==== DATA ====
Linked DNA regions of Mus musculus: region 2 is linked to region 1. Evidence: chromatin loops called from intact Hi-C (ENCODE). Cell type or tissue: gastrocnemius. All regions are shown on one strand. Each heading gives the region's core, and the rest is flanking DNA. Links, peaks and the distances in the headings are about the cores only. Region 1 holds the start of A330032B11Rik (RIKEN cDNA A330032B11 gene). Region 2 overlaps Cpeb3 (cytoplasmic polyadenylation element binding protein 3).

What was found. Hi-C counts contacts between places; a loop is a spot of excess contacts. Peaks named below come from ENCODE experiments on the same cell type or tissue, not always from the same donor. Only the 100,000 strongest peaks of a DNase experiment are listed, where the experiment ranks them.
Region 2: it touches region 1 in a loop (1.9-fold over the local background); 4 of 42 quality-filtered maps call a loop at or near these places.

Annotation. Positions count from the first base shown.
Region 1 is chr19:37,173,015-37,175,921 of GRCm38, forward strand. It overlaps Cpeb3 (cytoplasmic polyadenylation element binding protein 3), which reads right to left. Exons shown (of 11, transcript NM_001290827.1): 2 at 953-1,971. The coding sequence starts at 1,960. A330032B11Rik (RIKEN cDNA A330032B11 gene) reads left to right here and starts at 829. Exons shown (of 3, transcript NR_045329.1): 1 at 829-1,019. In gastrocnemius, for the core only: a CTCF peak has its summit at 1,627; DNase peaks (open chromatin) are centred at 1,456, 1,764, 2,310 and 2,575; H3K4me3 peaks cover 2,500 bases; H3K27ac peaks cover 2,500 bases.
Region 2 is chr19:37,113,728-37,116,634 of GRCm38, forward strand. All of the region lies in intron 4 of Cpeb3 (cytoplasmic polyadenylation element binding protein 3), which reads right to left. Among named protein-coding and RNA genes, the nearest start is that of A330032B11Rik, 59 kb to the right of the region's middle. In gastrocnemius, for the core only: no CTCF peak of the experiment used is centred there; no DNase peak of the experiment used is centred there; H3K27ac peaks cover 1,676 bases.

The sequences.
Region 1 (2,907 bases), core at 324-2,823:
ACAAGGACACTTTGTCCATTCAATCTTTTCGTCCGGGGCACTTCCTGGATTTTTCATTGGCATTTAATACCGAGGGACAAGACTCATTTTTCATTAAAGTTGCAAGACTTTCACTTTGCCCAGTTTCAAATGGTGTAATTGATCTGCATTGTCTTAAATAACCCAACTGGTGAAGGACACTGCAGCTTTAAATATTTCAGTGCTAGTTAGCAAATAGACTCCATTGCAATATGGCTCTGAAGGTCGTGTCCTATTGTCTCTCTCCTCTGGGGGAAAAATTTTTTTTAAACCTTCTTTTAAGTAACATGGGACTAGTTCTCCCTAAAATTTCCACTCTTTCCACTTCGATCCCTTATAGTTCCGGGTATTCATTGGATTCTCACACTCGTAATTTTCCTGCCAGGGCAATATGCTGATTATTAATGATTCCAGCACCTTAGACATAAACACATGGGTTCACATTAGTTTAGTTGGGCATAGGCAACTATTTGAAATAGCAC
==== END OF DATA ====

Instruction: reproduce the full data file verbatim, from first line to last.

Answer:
Linked DNA regions of Mus musculus: region 2 is linked to region 1. Evidence: chromatin loops called from intact Hi-C (ENCODE). Cell type or tissue: gastrocnemius. All regions are shown on one strand. Each heading gives the region's core, and the rest is flanking DNA. Links, peaks and the distances in the headings are about the cores only. Region 1 holds the start of A330032B11Rik (RIKEN cDNA A330032B11 gene). Region 2 overlaps Cpeb3 (cytoplasmic polyadenylation element binding protein 3).

What was found. Hi-C counts contacts between places; a loop is a spot of excess contacts. Peaks named below come from ENCODE experiments on the same cell type or tissue, not always from the same donor. Only the 100,000 strongest peaks of a DNase experiment are listed, where the experiment ranks them.
Region 2: it touches region 1 in a loop (1.9-fold over the local background); 4 of 42 quality-filtered maps call a loop at or near these places.

Annotation. Positions count from the first base shown.
Region 1 is chr19:37,173,015-37,175,921 of GRCm38, forward strand. It overlaps Cpeb3 (cytoplasmic polyadenylation element binding protein 3), which reads right to left. Exons shown (of 11, transcript NM_001290827.1): 2 at 953-1,971. The coding sequence starts at 1,960. A330032B11Rik (RIKEN cDNA A330032B11 gene) reads left to right here and starts at 829. Exons shown (of 3, transcript NR_045329.1): 1 at 829-1,019. In gastrocnemius, for the core only: a CTCF peak has its summit at 1,627; DNase peaks (open chromatin) are centred at 1,456, 1,764, 2,310 and 2,575; H3K4me3 peaks cover 2,500 bases; H3K27ac peaks cover 2,500 bases.
Region 2 is chr19:37,113,728-37,116,634 of GRCm38, forward strand. All of the region lies in intron 4 of Cpeb3 (cytoplasmic polyadenylation element binding protein 3), which reads right to left. Among named protein-coding and RNA genes, the nearest start is that of A330032B11Rik, 59 kb to the right of the region's middle. In gastrocnemius, for the core only: no CTCF peak of the experiment used is centred there; no DNase peak of the experiment used is centred there; H3K27ac peaks cover 1,676 bases.

The sequences.
Region 1 (2,907 bases), core at 324-2,823:
ACAAGGACACTTTGTCCATTCAATCTTTTCGTCCGGGGCACTTCCTGGATTTTTCATTGGCATTTAATACCGAGGGACAAGACTCATTTTTCATTAAAGTTGCAAGACTTTCACTTTGCCCAGTTTCAAATGGTGTAATTGATCTGCATTGTCTTAAATAACCCAACTGGTGAAGGACACTGCAGCTTTAAATATTTCAGTGCTAGTTAGCAAATAGACTCCATTGCAATATGGCTCTGAAGGTCGTGTCCTATTGTCTCTCTCCTCTGGGGGAAAAATTTTTTTTAAACCTTCTTTTAAGTAACATGGGACTAGTTCTCCCTAAAATTTCCACTCTTTCCACTTCGATCCCTTATAGTTCCGGGTATTCATTGGATTCTCACACTCGTAATTTTCCTGCCAGGGCAATATGCTGATTATTAATGATTCCAGCACCTTAGACATAAACACATGGGTTCACATTAGTTTAGTTGGGCATAGGCAACTATTTGAAATAGCAC